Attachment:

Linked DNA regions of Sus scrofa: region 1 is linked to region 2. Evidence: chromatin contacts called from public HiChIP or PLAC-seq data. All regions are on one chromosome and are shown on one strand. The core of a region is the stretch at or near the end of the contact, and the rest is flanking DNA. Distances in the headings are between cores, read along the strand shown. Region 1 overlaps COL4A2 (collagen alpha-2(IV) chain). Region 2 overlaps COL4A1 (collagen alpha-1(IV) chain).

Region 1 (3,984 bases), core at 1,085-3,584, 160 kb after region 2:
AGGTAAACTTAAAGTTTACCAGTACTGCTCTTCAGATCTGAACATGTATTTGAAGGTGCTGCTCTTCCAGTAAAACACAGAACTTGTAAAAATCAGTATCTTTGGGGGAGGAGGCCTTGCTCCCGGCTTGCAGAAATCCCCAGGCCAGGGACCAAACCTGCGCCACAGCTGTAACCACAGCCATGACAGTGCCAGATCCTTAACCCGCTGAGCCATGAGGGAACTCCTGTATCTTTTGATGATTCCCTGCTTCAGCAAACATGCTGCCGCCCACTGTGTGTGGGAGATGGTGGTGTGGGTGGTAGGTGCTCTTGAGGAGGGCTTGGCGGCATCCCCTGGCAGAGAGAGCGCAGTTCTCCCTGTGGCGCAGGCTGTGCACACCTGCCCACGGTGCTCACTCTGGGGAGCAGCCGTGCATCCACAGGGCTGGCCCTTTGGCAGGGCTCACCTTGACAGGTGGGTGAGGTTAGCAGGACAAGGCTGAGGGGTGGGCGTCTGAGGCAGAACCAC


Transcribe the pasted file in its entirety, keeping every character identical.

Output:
Linked DNA regions of Sus scrofa: region 1 is linked to region 2. Evidence: chromatin contacts called from public HiChIP or PLAC-seq data. All regions are on one chromosome and are shown on one strand. The core of a region is the stretch at or near the end of the contact, and the rest is flanking DNA. Distances in the headings are between cores, read along the strand shown. Region 1 overlaps COL4A2 (collagen alpha-2(IV) chain). Region 2 overlaps COL4A1 (collagen alpha-1(IV) chain).

Region 1 (3,984 bases), core at 1,085-3,584, 160 kb after region 2:
AGGTAAACTTAAAGTTTACCAGTACTGCTCTTCAGATCTGAACATGTATTTGAAGGTGCTGCTCTTCCAGTAAAACACAGAACTTGTAAAAATCAGTATCTTTGGGGGAGGAGGCCTTGCTCCCGGCTTGCAGAAATCCCCAGGCCAGGGACCAAACCTGCGCCACAGCTGTAACCACAGCCATGACAGTGCCAGATCCTTAACCCGCTGAGCCATGAGGGAACTCCTGTATCTTTTGATGATTCCCTGCTTCAGCAAACATGCTGCCGCCCACTGTGTGTGGGAGATGGTGGTGTGGGTGGTAGGTGCTCTTGAGGAGGGCTTGGCGGCATCCCCTGGCAGAGAGAGCGCAGTTCTCCCTGTGGCGCAGGCTGTGCACACCTGCCCACGGTGCTCACTCTGGGGAGCAGCCGTGCATCCACAGGGCTGGCCCTTTGGCAGGGCTCACCTTGACAGGTGGGTGAGGTTAGCAGGACAAGGCTGAGGGGTGGGCGTCTGAGGCAGAACCAC